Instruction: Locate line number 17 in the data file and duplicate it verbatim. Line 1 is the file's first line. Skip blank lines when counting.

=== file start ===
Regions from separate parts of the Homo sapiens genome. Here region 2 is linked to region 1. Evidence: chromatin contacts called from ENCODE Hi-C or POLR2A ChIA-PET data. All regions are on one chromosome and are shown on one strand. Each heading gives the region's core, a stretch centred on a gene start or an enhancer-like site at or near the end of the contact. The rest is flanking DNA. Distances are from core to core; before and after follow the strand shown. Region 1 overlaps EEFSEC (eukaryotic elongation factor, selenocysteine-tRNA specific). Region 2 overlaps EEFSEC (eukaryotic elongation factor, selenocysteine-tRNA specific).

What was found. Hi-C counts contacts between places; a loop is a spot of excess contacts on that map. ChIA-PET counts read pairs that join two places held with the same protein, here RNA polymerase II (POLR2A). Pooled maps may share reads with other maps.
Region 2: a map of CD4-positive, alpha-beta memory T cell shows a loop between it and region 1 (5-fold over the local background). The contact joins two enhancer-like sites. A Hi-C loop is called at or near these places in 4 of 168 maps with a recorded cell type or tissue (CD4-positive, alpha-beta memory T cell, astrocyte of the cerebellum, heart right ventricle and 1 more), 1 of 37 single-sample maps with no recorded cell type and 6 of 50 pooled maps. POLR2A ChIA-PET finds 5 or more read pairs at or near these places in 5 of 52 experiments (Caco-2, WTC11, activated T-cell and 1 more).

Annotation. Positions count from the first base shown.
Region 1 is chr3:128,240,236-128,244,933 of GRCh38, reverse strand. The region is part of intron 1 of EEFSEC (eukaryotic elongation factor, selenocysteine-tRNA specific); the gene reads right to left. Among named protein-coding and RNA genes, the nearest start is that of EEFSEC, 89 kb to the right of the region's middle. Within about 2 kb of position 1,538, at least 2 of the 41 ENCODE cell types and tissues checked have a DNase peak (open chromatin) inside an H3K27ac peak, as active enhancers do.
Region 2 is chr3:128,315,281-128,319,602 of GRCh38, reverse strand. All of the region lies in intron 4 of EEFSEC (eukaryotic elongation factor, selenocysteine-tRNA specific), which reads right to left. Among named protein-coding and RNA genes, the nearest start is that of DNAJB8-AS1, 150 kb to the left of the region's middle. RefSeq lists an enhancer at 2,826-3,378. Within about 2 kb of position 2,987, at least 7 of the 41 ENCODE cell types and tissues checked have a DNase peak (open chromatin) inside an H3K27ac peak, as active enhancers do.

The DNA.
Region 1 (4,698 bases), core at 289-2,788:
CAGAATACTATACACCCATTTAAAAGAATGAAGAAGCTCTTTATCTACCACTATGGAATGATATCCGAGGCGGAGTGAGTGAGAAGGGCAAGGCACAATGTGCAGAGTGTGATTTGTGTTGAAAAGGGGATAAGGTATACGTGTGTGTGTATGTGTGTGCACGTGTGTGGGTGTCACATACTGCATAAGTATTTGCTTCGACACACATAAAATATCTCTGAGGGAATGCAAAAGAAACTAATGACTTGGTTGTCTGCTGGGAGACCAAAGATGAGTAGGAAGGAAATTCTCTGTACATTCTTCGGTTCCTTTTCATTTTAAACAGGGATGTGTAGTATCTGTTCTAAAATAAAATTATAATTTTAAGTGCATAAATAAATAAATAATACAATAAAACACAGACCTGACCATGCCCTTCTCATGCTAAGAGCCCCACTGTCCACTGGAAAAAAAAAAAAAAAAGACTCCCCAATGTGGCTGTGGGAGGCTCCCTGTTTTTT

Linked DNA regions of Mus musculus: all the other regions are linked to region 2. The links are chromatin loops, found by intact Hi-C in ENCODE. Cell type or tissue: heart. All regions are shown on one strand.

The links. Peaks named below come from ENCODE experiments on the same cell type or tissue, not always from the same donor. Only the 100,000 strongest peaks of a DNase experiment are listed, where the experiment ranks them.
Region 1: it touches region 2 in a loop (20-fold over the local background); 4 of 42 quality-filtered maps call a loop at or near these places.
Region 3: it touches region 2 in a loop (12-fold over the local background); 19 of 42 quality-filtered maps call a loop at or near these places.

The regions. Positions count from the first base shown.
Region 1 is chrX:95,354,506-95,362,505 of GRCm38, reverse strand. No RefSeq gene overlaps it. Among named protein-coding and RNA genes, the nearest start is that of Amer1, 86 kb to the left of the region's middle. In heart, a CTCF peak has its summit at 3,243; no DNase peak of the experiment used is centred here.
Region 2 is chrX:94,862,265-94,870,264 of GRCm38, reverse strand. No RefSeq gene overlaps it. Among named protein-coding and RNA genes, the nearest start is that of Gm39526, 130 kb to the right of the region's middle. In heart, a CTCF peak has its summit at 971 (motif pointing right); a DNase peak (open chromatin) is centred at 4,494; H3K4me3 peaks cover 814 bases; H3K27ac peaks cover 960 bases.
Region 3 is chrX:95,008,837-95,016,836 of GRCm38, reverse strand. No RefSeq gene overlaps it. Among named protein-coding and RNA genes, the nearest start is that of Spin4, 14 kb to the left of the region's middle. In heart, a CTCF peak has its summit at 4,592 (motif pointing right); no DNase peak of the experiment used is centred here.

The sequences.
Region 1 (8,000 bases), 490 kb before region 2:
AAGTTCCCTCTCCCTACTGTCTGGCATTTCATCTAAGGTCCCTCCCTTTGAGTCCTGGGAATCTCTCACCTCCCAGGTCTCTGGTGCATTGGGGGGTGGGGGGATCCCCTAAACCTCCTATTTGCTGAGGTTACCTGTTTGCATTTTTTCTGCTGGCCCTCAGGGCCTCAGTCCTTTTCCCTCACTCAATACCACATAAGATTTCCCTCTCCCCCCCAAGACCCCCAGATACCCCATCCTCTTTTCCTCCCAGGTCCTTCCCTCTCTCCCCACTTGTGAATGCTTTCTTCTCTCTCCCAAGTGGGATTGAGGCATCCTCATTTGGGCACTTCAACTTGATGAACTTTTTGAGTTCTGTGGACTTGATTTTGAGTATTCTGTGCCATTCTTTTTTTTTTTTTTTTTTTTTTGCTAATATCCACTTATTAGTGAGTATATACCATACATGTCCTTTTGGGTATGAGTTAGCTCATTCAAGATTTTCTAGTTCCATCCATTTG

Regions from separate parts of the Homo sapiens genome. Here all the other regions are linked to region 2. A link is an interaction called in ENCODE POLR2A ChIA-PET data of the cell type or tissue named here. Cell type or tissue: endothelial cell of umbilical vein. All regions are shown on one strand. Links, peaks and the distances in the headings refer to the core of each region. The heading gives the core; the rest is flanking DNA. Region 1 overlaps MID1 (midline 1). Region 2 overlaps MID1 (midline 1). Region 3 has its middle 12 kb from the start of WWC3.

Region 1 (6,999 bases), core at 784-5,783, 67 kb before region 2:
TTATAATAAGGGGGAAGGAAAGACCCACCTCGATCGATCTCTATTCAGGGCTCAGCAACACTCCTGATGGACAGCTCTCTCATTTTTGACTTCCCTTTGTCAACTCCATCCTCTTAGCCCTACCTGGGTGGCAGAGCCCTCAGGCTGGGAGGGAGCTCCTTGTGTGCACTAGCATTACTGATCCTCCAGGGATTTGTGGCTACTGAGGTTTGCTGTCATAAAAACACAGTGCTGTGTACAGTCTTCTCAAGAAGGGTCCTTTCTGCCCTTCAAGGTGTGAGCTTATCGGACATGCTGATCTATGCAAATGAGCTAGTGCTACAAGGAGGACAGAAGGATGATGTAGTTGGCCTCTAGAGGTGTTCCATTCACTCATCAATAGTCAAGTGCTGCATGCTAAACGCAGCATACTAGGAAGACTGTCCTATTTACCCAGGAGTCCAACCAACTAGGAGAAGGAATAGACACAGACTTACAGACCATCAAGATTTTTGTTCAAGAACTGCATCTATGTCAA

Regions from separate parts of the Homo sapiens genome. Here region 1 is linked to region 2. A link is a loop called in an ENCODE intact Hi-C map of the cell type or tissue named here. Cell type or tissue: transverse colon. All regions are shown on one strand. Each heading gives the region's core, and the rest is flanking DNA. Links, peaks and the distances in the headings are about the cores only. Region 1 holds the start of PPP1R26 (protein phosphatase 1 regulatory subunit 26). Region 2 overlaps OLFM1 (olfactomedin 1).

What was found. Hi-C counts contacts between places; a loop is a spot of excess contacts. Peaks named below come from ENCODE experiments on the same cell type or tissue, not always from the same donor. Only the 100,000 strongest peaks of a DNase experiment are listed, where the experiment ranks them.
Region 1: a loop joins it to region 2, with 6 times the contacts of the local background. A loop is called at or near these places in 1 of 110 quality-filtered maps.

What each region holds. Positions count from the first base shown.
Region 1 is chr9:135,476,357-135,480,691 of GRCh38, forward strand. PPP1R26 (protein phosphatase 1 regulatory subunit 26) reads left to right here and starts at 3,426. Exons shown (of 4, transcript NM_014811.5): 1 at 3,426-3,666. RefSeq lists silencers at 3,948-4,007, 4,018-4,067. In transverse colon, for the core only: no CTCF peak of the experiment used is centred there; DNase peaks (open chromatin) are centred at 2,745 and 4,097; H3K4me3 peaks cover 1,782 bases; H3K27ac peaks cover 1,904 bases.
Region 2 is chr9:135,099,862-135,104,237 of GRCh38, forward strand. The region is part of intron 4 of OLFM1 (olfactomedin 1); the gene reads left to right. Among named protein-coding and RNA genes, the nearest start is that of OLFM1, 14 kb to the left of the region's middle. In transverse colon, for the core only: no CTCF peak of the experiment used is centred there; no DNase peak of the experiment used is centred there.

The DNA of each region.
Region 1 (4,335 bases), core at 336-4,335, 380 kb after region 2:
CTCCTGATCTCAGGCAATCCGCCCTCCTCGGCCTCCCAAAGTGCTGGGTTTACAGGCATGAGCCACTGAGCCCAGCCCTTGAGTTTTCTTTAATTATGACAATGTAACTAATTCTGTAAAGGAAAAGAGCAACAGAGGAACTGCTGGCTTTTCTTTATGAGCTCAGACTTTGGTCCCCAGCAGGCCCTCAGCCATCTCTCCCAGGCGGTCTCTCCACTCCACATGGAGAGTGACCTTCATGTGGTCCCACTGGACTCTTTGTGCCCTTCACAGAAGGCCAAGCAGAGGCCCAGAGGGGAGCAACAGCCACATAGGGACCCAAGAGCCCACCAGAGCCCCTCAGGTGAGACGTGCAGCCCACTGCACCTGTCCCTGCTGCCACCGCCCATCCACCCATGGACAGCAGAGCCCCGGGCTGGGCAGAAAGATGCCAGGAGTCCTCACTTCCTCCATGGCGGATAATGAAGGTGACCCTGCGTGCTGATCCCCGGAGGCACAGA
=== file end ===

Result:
Region 3 is chrX:95,008,837-95,016,836 of GRCm38, reverse strand. No RefSeq gene overlaps it. Among named protein-coding and RNA genes, the nearest start is that of Spin4, 14 kb to the left of the region's middle. In heart, a CTCF peak has its summit at 4,592 (motif pointing right); no DNase peak of the experiment used is centred here.